A process is described for treating waste plasties material to provide at least one on-specification fuel product. Plasties material is melted (4) and then pyrolysed in an oxygen-free atmosphere to provide pyrolysis gases. The pyrolysis gases are brought into contact with plates (13) in a contactor vessel (7) so that some long chain gas components condense and return to be further pyrolysed to achieve thermal degradation. Short chain gas components exit the contactor in gaseous form; and proceed to distillation to provide one or more on-specification fuel products. There is a pipe (12) directly linking the pyrolysis chamber (6) to the contactor (7), suitable for conveying upwardly-moving pyrolysis gases and downwardly-flowing long-chain liquid for thermal degradation. There is a vacuum distillation tower (26) for further processing of liquid feeds from the first (atmospheric) distillation column (20). It has been found that having thermal degradation in the contactor and pyrolysis chamber and by having a second, vacuum, distillaton column helps to provide a particularly good quality on-specification liquid fuel.

Field of the Invention

The invention relates to conversion of waste hydrocarbon material such as plastics into fuel.

Prior Art

Discussion

GB2158089 (Suzy-Jen) describes a treatment process in which plastics is melted and heated to produce gas, the gas is condensed to provide an oily liquid, and this is fractionally distilled. WO2005/087897 (Ozmotech Pty) describes a process in which there may be multiple pyrolysis chambers. Pyrolysis gases are transferred into a catalytic converter where the molecular structure of the gaseous material is altered in structure and form WOOl/05908 (Xing) describes a process in which there are first and second cracking stages with first and second catalysts. US2003/0199718 (Miller) describes an approach in which there is pyrolysis and the reactor is maintained at a temperature in the range of 450[deg.]C and 700[deg.]C. The effluent from the pyrolysis reactor is passed to a catalytic summarization de-waxing unit.

The invention is directed towards providing a process which more consistently produces particular grades of "on-spec" fuel, and/or with an improved yield.

Summary of the Invention

According to the invention, there is provided a process for treating waste plastics material to provide at least one fuel product, the process comprising the steps of:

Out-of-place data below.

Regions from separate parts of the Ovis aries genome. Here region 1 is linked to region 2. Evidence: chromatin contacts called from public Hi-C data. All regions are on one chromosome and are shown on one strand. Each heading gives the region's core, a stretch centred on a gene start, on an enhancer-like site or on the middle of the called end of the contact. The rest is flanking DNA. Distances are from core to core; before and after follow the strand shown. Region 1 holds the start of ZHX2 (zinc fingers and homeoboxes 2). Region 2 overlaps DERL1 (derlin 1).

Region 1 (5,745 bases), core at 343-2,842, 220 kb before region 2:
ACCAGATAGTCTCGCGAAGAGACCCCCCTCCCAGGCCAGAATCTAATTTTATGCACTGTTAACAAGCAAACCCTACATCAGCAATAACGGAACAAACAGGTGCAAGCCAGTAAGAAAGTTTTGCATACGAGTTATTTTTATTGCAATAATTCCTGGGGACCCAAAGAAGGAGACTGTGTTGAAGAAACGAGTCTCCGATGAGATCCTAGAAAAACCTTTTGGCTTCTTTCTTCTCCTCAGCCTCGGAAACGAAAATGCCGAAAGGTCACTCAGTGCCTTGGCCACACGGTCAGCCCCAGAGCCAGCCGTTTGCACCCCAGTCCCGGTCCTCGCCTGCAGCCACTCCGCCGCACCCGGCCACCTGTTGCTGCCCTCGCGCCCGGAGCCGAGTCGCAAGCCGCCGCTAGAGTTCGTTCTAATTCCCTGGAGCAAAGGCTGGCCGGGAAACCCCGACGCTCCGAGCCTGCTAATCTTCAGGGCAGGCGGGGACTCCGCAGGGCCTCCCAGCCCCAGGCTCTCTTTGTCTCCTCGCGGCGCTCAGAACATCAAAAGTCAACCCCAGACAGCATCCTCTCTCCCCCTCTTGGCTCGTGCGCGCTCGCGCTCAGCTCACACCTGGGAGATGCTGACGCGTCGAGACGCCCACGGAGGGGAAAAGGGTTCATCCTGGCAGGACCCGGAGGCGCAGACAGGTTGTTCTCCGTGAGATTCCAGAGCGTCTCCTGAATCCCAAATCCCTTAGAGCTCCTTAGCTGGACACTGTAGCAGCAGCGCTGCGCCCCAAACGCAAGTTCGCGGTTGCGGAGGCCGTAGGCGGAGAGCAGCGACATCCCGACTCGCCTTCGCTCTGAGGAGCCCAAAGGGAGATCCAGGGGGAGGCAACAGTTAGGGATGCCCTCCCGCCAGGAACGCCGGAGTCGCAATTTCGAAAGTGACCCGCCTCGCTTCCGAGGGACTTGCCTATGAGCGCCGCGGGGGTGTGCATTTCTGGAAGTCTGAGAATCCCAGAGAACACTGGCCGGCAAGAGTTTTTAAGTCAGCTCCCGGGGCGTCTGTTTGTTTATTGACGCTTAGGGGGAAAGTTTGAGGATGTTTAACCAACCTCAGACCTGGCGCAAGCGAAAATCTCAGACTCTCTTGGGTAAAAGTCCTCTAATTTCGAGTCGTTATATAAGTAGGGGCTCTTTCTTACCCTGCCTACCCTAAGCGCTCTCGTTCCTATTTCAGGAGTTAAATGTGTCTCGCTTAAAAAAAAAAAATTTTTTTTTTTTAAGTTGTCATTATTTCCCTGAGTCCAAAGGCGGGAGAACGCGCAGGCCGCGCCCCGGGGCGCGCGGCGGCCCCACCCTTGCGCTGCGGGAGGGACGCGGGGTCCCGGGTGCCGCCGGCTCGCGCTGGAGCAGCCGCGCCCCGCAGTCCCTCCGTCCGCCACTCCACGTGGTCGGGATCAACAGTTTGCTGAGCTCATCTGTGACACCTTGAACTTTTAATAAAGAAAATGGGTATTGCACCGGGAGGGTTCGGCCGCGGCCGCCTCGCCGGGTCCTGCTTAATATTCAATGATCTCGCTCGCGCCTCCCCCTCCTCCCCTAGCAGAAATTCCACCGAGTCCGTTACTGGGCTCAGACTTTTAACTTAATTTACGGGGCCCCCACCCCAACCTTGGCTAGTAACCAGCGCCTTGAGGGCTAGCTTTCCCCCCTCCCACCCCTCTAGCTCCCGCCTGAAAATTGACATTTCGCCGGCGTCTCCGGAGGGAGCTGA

melting the waste plastics material,

pyrolysing the molten material in an oxygen-free atmosphere to provide pyrolysis gases; bringing the pyrolysis gases into a contactor having a bank of condenser elements so that some long chain gas components condense on said elements, returning said condensed long-chain material to be further pyrolysed to achieve thermal degradation, and allowing short chain gas components to exit from the contactor in gaseous form; and

distilling said pyrolysis gases from the contactor in a distillation column to provide one or more fuel products.

In one embodiment, the contactor elements comprise a plurality of plates forming an arduous path for the pyrolysis gases in the contactor. Preferably, the plates are sloped downwardly for run-off of the condensed long-chain hydrocarbon, and include apertures to allow upward progression of pyrolysis gases. In one embodiment, the contactor elements comprise arrays of plates on both sides of a gas path. In one embodiment, the contactor element plates are of stainless steel.

In one embodiment, the contactor is actively cooled by a cooling means. In one embodiment, the cooling is by a heat exchanger for at least one contactor element.

In one embodiment, there is a pipe directly linking the pyrolysis chamber to the contactor, the pipe being arranged for conveying upwardly-moving pyrolysis gases and downwardly-flowing long-chain liquid for thermal degradation.

In one embodiment, the cooling means comprises a contactor jacket and cooling fluid is directed into the jacket.

In one embodiment, the cooling means controls a valve linking the jacket with a flue, opening of the valve causing cooling by down-draught and closing of the valve causing heating.